By Marilyn Turk
In the famous Dickens’ story, A Christmas Carol, Ebenezer Scrooge is visited by three spirits – the ghost of Christmas Past, the ghost of Christmas Present, and the ghost of Christmas Yet to Come.
Over the past few weeks, I’ve read many blog posts, and one recurring theme is the focus on Christmases past. These memories are part of what makes Christmastime so special. We love the nostalgia it brings. We remember family gatherings from Christmases in our past, and we recognize decorations that stir memories of the person or place they came from.
These memories are often bittersweet. We miss the family members who are no longer with us. And although we appreciate the adults they’ve become, we still miss the innocence of our children when they were young. Our minds drift back in time, and part of us wants to go back with it.
However, it is often those memories that can make us depressed at this time of year. Knowing we can’t go back is a fact of life the child in us doesn’t want to accept. We can get so caught up in the past that we fail to enjoy the present.
Lately, I found myself in this situation, and I discovered that those memories were preventing me from experiencing the joy of today. I realized that if I don’t uproot my mind from the past, I could very well miss the wonder of Christmas now.
So in case you’re dealing with some melancholy like I was, here’s some tips to turning your attitude around.
- Be thankful for good Christmas memories.
- See Christmas through the eyes of a child, whether your own, your grandchild, a relative, a neighbor, put yourself in the child’s shoes and feel the excitement that youth feels.
- Get out of the house. As long as the weather outside is not “frightful,” or you’re unable, go some place where other people are – a coffee shop, a mall (unless traffic is a deterrent), where you can be around other people in a festive mood.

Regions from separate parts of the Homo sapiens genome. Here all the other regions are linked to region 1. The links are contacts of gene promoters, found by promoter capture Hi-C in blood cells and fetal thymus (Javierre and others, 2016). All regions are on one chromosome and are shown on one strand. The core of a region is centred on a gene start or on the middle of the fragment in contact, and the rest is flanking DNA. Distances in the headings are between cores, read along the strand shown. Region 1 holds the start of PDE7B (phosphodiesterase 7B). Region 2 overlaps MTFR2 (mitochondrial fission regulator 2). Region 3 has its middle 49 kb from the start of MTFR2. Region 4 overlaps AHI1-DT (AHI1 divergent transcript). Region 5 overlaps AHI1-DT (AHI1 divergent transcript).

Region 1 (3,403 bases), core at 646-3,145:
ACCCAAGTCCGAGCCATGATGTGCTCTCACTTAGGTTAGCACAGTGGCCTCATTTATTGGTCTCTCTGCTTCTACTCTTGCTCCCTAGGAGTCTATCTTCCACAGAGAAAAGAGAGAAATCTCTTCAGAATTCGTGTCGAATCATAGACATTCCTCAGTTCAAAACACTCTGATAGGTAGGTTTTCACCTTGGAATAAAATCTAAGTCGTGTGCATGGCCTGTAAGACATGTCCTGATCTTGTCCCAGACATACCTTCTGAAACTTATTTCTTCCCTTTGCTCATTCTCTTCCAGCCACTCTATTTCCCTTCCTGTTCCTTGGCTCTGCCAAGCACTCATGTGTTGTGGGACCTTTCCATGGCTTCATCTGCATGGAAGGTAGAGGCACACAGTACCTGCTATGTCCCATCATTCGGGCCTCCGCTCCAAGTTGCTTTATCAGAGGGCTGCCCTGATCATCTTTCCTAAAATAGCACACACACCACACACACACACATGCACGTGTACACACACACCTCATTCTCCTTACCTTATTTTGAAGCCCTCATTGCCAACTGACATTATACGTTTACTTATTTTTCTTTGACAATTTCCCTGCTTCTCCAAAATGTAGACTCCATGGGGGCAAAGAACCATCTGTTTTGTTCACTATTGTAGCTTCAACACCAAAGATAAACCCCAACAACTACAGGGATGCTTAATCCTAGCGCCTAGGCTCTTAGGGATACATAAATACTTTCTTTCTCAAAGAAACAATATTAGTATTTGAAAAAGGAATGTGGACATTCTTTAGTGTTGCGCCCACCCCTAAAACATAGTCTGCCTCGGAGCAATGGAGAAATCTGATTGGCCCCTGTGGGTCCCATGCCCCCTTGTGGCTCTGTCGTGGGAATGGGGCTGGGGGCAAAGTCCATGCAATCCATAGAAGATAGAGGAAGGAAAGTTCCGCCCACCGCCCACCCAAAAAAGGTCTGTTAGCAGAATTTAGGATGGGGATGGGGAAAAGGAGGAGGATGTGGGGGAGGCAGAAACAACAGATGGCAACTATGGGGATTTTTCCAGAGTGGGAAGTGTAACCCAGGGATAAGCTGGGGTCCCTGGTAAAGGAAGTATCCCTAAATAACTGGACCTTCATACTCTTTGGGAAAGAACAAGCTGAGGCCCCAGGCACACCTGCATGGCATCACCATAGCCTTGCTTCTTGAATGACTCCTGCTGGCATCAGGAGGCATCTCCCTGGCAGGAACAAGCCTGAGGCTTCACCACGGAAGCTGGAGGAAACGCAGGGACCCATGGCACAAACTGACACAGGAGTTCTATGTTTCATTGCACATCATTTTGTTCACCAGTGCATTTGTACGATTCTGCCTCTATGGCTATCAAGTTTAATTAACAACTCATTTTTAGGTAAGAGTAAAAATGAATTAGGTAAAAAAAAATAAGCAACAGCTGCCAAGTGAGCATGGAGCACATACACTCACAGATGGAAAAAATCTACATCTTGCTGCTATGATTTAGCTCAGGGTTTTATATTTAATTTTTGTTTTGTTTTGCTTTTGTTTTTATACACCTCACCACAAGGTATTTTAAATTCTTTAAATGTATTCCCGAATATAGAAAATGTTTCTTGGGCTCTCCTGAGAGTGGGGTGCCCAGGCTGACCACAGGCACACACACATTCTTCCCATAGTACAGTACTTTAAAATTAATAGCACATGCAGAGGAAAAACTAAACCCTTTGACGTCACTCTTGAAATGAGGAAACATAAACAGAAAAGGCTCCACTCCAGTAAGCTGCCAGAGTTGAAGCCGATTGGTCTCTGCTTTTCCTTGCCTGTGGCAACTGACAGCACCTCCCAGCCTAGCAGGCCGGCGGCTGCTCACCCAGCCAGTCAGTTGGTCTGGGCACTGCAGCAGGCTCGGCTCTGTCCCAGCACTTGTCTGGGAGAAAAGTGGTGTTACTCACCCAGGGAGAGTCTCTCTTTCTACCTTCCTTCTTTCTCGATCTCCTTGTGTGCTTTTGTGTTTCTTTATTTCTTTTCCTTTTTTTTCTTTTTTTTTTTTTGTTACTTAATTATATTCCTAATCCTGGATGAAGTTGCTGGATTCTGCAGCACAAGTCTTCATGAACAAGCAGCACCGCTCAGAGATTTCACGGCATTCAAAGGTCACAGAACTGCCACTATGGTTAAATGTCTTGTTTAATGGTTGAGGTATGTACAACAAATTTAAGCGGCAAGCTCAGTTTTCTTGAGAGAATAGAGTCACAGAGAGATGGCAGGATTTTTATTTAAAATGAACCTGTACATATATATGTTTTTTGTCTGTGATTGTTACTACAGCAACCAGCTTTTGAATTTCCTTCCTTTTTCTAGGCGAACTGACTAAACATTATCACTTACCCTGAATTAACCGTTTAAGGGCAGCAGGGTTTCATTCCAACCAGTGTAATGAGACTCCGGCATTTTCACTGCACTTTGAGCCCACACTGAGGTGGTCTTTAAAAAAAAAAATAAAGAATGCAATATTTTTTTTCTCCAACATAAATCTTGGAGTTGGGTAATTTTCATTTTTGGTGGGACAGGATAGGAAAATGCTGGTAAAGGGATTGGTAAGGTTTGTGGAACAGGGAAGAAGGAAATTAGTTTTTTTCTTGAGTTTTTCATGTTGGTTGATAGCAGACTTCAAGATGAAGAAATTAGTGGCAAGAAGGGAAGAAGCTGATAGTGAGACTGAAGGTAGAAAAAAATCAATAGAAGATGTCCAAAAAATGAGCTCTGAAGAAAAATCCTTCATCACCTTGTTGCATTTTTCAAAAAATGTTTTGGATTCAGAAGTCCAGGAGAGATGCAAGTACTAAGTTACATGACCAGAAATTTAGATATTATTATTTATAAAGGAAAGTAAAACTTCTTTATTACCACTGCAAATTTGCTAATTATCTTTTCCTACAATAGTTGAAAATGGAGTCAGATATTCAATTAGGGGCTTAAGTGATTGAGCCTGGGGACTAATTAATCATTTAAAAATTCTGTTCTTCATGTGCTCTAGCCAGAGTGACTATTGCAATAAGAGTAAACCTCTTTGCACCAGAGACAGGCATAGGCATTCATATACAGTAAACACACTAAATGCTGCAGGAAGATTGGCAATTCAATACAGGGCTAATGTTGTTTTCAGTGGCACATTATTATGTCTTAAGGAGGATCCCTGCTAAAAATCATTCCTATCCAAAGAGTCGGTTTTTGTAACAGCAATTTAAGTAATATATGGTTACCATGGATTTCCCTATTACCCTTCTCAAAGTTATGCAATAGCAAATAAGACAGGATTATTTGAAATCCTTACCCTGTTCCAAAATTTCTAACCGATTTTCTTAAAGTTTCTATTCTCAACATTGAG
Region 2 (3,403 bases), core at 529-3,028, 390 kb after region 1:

- Watch a happy Christmas movie. Hallmark Channel has them nonstop this month.
- Go visit a friend and bring him/her something – cookies, candy, something simple that shows you care.
- Go caroling. Or just play some Christmas music.
- Get involved in a community project to help others this time of year – the Empty Stocking Fund or other local campaigns to provide gifts for the less-fortunate.
- Decorate your house! I’ve heard some people say that since they don’t have kids in the house anymore or they’re going away for the holidays, there’s no need to decorate. Humbug! You may not need to do as much as you used to, but put something festive up. Burn a scented candle that has a holiday scent.
- Wear something festive, even if it’s goofy. If you can make others laugh, you’ll smile too.
- Make cookies for your neighbors.
- And last, but most importantly, be thankful for Christmas and what it represents, the son of God come to earth as a human, born as a baby to be our Messiah, our Savior. Put out a nativity and read the Christmas story out loud. Then watch this video that tells the story from a child’s perspective. https://www.youtube.com/watch?v=suowe2czxcA
Celebrate this Christmas, Christmas Present, so in your Christmases Yet to Come, you won’t have any regrets of Christmas Past.
May your Christmas be blessed, and your joy be full!